Many organizations have already successfully deployed IPv6. In your journey to do the same, seeking out advice from those who have already been there can help you along in the process. In a featured session at the ARIN 37 Public Policy and Members Meeting, a group of experts from a diverse range of companies (e.g. large and small ISPs, enterprise, software, CDNs, cloud services providers) discussed IPv6 obstacles and successes at their own organizations.
Questions asked of panelists included some standouts like:
- Do you advertise that you’re utilizing IPv6, or do you just try to make it so the customer never realizes that the transition has happened?
- Having gone through implementations, what kind of long-term benefits have you seen, in terms of automation and scale?
- How has your organization been with adapting tools, back office systems, sales systems, CRM, ERPs, billing systems, etc. to accommodate your IPv6 transition?
- What advice would you give based on your experience regarding what worked well and what didn’t?
- Why did you decide to not simply keep buying IPv4 addresses or embrace carrier-grade NAT?
A few highlighted quotes from the panel were:
“When you look at how many devices we would like to provision, continuing to try and buy IP[v4] addresses and propagate that model and the amount of money that it would require, it’s actually cheaper to deploy v6.” – Dan Alexander, Network Engineer, Comcast
“[IPv6 deployment] doesn’t just happen. You need to put someone in charge of it. You need to have somebody own that process” – Rob Seastrom, Principal Engineer, Time Warner Cable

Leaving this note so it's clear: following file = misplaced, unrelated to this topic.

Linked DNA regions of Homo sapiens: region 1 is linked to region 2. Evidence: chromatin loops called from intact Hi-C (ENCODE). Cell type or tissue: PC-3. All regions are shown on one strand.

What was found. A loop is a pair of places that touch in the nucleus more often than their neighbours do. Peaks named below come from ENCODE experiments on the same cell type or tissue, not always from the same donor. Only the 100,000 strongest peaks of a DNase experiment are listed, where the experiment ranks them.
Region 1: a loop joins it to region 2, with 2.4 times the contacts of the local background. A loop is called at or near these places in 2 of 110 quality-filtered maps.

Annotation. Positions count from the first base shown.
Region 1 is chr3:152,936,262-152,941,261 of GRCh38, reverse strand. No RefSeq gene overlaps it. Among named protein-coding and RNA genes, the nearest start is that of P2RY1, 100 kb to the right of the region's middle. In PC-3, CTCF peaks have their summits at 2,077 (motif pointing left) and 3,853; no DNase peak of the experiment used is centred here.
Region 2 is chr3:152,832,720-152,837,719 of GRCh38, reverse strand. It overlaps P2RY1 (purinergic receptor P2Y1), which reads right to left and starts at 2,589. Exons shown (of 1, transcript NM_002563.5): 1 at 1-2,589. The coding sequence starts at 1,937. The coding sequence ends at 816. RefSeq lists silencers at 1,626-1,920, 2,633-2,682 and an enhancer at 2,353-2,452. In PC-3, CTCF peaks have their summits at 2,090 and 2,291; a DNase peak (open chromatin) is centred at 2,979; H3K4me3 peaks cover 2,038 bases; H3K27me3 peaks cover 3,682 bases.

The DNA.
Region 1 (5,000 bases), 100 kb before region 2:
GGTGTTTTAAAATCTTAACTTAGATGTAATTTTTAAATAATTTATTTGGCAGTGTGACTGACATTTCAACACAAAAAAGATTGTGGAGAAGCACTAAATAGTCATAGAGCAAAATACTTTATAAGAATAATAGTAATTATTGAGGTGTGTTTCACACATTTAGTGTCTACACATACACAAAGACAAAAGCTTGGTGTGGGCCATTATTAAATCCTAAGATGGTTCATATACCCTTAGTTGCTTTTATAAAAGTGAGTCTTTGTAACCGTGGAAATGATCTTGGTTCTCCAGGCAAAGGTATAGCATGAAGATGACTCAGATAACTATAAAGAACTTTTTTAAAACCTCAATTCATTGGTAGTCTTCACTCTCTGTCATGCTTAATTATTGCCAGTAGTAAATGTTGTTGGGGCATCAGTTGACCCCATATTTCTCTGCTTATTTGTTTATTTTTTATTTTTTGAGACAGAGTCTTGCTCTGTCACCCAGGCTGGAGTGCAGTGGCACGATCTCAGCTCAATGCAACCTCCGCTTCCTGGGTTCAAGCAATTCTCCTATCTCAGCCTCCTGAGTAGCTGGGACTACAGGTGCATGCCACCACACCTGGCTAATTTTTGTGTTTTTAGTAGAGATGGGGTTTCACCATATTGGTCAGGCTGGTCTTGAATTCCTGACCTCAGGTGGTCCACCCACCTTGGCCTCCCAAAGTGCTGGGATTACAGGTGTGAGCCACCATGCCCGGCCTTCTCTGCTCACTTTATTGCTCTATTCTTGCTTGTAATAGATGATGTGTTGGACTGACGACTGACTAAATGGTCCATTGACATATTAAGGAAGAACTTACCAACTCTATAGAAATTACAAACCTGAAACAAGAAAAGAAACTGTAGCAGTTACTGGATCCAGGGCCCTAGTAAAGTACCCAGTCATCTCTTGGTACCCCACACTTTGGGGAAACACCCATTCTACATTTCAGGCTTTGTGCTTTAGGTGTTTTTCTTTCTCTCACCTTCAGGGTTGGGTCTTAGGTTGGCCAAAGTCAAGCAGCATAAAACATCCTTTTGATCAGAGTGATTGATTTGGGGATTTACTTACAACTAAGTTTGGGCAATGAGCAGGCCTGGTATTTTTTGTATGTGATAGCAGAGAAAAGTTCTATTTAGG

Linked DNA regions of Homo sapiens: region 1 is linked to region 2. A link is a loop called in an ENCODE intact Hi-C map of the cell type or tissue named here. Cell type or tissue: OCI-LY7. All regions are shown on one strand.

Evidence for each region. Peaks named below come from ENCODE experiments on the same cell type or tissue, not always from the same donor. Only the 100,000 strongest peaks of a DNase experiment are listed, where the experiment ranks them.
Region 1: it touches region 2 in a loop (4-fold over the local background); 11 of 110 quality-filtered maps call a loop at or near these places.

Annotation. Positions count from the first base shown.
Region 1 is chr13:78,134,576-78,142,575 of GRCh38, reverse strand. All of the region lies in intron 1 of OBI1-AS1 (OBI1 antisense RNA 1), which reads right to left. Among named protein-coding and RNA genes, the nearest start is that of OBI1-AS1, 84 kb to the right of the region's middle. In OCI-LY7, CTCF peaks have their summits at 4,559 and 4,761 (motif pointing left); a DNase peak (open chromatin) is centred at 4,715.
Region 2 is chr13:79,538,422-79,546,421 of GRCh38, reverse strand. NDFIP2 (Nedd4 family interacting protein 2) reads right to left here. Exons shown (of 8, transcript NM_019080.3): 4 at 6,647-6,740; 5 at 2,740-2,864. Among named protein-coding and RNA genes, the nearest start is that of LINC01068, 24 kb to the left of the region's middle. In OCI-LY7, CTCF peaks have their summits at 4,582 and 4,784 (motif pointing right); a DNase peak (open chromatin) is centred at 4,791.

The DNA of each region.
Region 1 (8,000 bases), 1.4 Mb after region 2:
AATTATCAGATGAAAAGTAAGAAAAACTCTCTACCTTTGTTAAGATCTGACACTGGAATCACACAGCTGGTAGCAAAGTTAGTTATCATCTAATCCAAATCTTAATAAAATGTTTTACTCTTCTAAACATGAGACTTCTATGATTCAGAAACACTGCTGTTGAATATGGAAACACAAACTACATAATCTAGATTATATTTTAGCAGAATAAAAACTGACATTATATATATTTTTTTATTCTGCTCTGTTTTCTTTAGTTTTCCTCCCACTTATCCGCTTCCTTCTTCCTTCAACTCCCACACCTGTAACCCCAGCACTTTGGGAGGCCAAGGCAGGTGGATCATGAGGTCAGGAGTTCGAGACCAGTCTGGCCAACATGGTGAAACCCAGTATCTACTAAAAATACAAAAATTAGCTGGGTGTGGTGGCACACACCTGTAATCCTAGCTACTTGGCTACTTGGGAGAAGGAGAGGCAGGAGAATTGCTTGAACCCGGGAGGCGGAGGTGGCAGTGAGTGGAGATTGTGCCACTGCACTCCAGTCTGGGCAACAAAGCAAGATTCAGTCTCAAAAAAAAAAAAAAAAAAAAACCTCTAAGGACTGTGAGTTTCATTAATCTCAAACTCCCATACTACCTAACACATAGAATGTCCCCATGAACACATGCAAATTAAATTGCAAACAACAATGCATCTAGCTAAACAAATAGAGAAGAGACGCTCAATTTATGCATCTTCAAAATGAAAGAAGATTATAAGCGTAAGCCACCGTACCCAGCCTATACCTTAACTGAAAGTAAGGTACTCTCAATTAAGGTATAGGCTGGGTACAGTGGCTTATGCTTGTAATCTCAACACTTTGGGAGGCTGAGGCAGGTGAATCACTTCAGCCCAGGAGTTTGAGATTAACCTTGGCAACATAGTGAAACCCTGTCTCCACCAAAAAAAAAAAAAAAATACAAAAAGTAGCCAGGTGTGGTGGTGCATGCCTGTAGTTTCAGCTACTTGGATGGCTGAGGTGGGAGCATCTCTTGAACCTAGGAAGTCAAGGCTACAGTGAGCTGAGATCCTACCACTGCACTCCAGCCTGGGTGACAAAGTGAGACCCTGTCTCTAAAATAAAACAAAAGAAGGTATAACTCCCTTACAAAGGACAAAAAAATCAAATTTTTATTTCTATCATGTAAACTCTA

“We’ve had a lot of internal activism going out to the various software development departments saying: If you’re building code that doesn’t support v6, you’re hurting the company.” – Owen DeLong, Senior Architect, Akamai Technologies
“When we went out and built our under-LAN infrastructure, v6 allocations made it a lot easier for different locations and sites and we were able to properly plan long term.” – Charles Gucker, Network Engineer, VMware
“One of the keys for success is having a good v6 addressing plan to make your deployments simple. For example, we assigned a /48 to each site and then on occasion we embed the VLAN number inside our addressing blocks so it’s easy for people to find.” – Andrew Dul, Network Architect, EGATE Networks
Those are only a few gems from the discussion. Watch the entire session below or read through the full transcript on our website.
If you have an IPv6 success story you’d like to share, we’d love to help get the word out. Drop us a note in the comments or shoot us an email at firstname.lastname@example.org and we’ll be in touch.